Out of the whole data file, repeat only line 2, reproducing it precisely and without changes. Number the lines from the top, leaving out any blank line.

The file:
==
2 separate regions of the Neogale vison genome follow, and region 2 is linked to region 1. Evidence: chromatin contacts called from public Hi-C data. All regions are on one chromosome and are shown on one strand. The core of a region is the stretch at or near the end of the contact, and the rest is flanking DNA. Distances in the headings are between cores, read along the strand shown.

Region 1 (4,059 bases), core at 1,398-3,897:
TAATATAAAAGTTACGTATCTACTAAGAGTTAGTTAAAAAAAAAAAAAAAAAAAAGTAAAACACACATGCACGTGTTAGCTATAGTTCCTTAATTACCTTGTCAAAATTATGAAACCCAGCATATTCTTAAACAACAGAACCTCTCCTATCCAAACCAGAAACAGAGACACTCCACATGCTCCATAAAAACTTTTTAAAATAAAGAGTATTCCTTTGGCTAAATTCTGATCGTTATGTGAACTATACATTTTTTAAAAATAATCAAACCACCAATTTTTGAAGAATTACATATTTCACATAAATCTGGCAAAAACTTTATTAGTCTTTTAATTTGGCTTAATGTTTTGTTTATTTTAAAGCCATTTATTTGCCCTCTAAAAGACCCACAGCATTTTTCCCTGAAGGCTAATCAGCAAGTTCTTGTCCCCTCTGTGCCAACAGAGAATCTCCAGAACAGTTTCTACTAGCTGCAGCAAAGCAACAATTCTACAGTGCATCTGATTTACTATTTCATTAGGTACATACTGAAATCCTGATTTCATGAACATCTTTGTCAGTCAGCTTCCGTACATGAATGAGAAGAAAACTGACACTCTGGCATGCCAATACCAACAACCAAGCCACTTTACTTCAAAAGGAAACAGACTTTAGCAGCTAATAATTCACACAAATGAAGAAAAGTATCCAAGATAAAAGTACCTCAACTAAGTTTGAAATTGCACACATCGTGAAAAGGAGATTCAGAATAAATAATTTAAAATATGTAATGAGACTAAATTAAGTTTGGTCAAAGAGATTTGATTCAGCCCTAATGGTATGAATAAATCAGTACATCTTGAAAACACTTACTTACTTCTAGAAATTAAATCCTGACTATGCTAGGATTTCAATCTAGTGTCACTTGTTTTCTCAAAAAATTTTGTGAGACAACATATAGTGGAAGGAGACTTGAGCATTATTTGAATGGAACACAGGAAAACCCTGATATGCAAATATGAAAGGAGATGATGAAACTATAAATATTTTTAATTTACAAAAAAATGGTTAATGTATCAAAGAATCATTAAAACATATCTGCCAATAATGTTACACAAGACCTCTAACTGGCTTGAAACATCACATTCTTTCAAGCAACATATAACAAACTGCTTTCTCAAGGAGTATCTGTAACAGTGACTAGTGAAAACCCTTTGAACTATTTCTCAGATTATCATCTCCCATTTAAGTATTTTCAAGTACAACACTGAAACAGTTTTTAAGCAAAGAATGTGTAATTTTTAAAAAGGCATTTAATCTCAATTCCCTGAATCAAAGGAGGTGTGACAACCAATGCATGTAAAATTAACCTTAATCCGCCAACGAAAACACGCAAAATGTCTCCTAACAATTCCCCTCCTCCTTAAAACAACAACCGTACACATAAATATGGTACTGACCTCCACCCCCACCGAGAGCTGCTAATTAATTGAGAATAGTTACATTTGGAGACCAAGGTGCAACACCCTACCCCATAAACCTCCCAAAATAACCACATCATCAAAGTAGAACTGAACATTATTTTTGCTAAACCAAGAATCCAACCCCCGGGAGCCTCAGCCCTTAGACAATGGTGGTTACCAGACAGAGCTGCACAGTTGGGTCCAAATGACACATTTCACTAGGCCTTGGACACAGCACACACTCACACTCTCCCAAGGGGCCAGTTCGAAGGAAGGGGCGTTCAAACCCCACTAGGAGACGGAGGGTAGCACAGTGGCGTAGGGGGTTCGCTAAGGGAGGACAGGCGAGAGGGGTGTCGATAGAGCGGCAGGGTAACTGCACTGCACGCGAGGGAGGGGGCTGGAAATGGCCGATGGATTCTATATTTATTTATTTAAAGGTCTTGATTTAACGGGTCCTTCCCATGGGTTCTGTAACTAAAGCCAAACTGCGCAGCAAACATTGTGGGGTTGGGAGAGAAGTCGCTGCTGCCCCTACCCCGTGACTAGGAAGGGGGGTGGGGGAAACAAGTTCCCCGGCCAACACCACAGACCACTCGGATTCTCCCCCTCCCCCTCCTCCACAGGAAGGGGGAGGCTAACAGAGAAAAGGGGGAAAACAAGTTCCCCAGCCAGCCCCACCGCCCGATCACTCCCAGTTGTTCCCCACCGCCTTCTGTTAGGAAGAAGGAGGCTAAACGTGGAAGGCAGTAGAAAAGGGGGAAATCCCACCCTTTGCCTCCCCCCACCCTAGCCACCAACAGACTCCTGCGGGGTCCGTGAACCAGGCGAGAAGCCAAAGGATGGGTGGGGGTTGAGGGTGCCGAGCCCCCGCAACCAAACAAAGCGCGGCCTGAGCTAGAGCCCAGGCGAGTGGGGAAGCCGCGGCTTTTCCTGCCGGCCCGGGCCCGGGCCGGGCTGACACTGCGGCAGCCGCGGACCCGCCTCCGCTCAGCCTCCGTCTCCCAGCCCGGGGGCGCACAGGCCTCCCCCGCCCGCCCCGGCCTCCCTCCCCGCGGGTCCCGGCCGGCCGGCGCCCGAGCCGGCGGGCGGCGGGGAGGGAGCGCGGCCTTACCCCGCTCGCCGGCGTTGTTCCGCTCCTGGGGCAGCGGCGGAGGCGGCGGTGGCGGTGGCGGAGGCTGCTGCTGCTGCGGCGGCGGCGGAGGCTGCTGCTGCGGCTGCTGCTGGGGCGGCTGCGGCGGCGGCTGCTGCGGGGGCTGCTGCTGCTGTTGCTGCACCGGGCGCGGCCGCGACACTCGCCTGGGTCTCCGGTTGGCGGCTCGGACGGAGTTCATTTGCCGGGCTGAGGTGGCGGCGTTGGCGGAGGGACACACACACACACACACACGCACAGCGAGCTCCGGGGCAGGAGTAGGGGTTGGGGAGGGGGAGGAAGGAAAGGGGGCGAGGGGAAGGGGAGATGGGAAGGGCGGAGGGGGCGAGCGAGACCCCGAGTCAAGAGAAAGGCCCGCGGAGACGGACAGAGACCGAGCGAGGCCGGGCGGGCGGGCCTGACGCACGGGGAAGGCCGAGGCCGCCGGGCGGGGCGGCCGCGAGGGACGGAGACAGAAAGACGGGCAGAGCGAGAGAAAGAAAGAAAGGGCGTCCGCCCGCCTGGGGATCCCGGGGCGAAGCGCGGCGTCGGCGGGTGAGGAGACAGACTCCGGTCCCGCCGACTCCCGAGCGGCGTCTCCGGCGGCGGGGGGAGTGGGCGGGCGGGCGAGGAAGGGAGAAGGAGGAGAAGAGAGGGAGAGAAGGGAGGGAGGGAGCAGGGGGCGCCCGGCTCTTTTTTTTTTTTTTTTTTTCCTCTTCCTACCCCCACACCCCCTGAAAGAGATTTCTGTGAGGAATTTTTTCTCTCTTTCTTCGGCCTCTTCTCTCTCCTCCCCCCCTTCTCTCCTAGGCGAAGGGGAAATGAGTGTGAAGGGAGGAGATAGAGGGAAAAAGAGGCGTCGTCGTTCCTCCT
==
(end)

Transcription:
Region 1 (4,059 bases), core at 1,398-3,897: